Like the K-S2, the K-70 has a small, raised, rubberized rear thumb grip. It’s not as comfortable as the more sculpted rear grips on the K-3 II and older K-50, but it’s certainly good enough for most applications. The rubber gets dirty over time, however, and will need to be cleaned more frequently than the rest of the body, if you’re the kind of person who keeps your kit sparkling.
Button Layout and Ports
The Pentax K-70’s button layout isn’t as complex as the company’s high-end DSLRs, but it offers much of the same functionality. To wit, it has two control wheels, plenty of dedicated buttons, and two customizable buttons, along with three User settings on the mode dial. Functions that don't have dedicated switches can be controlled via the incredibly handy Control Panel, which will be covered on the next page.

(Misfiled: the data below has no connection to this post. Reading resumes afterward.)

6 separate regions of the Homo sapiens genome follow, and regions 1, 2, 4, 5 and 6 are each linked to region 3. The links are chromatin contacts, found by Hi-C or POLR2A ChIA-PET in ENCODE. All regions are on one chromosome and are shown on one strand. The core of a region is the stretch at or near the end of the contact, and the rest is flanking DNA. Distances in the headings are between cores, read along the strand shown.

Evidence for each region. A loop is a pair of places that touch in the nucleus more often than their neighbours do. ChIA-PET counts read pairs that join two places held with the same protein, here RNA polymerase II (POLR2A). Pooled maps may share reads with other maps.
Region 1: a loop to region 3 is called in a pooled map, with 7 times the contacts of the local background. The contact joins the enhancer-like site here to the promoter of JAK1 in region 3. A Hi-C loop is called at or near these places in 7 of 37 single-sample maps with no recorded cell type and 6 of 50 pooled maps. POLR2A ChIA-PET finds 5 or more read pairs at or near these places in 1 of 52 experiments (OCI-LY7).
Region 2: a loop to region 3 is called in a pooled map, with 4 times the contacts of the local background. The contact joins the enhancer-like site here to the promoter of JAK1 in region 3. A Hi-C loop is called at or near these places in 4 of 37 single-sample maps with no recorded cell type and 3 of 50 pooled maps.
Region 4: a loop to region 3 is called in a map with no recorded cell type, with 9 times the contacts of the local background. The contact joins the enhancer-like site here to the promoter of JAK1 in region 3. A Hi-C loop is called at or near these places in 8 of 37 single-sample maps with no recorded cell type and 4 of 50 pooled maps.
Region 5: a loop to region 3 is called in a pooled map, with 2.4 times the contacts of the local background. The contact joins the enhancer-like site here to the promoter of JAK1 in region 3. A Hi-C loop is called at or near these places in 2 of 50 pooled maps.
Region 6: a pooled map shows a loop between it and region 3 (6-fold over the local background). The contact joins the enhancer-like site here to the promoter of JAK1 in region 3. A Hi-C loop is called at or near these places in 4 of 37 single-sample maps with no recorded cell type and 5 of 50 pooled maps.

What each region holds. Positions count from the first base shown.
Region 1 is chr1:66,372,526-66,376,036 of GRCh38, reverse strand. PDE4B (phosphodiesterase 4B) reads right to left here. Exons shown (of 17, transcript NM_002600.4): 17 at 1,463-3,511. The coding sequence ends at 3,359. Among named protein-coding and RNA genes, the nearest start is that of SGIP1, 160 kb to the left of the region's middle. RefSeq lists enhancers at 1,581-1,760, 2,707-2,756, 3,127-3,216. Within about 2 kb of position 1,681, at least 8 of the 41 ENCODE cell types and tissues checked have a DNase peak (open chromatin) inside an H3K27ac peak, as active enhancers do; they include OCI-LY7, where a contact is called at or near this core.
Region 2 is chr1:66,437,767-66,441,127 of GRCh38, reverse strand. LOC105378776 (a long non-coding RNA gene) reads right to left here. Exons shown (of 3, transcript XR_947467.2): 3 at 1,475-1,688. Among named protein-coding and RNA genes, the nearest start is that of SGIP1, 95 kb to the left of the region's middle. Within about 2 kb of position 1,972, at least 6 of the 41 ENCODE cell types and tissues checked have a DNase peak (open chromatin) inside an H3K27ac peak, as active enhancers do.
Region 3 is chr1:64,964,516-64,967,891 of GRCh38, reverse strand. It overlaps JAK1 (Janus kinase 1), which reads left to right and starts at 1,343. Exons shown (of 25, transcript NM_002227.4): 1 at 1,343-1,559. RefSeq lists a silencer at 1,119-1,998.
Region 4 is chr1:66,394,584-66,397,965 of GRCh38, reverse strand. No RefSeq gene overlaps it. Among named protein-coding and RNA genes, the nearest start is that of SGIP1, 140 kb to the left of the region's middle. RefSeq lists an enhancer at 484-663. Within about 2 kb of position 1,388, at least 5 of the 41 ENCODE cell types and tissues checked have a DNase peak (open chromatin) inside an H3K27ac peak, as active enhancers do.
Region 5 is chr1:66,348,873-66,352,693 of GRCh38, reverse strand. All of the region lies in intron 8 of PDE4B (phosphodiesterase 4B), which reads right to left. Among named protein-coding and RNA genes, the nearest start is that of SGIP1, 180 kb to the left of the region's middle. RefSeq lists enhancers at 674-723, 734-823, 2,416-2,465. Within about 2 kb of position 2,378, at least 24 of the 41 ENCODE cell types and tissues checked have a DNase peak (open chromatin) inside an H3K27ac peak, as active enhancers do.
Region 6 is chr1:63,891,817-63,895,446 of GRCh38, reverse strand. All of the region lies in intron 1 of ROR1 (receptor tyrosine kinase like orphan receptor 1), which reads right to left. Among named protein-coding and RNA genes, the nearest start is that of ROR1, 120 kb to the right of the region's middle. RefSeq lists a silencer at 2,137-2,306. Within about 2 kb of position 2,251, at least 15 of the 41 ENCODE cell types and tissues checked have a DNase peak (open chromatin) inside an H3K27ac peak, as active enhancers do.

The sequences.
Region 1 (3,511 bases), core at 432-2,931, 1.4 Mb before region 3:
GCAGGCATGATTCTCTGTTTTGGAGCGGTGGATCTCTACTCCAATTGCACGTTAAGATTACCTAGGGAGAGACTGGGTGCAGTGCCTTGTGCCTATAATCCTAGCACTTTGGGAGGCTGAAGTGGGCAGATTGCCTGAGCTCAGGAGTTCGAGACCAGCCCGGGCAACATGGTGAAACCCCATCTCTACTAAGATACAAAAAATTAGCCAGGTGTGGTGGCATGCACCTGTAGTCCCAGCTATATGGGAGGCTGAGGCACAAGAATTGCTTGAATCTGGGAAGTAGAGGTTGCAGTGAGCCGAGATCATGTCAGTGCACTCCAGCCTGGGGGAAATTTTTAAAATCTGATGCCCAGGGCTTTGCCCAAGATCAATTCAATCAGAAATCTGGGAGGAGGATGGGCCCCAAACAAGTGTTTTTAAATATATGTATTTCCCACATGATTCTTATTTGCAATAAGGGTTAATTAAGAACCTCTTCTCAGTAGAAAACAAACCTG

Surrounding the shutter button on the top plate, the on/off switch can either put the camera in stills mode or video mode. This makes it easy to switch from photography to videography without having to worry about messing with the main mode dial.
Directly behind the power switch you’ll find the green button, exposure compensation, and a Wi-Fi button that doubles as the customizable Fx2 button. Unless you override it with a custom setting, you simply have to hold it down to turn on the camera’s WiFi signal. If you don’t regularly use WiFi, you can instead choose to make the button control file format, outdoor view setting, night vision display, DoF preview, electronic level, or AF area. The green button is used to reset the shutter speed/aperture to the values recommended by the camera.
Also atop the camera are the the pop-up flash, a standard hotshoe, and openings for the speaker.